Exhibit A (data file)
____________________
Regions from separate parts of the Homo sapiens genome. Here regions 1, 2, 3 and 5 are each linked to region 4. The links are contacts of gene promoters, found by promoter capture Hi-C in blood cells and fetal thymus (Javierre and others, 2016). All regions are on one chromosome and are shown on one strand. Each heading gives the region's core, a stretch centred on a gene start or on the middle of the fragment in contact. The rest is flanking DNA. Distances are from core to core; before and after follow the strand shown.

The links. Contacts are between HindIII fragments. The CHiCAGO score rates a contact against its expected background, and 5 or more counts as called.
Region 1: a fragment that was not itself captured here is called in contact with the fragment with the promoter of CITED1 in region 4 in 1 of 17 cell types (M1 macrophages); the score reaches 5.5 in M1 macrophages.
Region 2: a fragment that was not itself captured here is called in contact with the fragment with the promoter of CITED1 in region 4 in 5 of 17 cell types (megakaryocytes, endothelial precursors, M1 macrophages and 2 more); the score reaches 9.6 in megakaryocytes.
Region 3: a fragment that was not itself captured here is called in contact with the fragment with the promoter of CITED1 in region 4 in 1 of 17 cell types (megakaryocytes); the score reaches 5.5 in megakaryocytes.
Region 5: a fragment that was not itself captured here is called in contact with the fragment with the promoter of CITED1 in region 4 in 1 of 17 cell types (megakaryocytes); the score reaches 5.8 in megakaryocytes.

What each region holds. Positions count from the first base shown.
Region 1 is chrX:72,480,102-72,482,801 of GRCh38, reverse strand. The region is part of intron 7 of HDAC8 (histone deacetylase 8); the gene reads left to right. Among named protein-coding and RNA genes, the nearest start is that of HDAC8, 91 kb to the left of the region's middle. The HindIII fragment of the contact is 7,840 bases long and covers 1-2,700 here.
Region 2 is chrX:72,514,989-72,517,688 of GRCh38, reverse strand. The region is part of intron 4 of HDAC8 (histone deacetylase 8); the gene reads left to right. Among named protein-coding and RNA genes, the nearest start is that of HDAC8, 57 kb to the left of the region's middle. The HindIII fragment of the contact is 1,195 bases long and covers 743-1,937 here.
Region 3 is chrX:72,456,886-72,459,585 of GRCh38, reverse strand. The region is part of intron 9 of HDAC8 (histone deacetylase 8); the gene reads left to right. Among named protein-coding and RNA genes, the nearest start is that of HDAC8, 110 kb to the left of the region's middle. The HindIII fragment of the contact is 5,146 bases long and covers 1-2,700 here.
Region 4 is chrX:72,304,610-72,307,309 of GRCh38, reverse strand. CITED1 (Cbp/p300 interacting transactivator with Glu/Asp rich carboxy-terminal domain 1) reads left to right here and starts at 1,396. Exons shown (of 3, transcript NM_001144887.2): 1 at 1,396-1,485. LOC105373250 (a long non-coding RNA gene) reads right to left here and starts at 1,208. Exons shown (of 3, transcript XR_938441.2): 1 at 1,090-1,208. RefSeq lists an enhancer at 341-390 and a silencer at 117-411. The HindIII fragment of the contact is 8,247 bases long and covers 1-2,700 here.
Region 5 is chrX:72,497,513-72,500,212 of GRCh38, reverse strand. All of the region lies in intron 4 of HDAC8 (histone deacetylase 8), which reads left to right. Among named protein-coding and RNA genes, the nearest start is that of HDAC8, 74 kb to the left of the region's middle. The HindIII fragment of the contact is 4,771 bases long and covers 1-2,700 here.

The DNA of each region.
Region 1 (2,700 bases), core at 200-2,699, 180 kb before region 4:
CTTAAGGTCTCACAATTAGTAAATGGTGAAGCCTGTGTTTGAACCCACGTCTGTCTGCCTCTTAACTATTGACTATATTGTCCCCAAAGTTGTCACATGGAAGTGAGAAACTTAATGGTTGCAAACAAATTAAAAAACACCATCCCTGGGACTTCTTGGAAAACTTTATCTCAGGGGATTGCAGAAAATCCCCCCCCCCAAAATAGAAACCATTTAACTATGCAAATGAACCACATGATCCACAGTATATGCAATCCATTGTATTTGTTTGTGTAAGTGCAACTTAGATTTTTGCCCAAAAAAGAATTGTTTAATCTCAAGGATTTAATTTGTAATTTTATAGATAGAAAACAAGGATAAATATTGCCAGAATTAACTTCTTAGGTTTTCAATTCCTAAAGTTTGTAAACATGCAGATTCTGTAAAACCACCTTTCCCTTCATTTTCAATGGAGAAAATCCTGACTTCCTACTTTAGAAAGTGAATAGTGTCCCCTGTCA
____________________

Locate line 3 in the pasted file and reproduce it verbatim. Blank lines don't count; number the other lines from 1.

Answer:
Region 1: a fragment that was not itself captured here is called in contact with the fragment with the promoter of CITED1 in region 4 in 1 of 17 cell types (M1 macrophages); the score reaches 5.5 in M1 macrophages.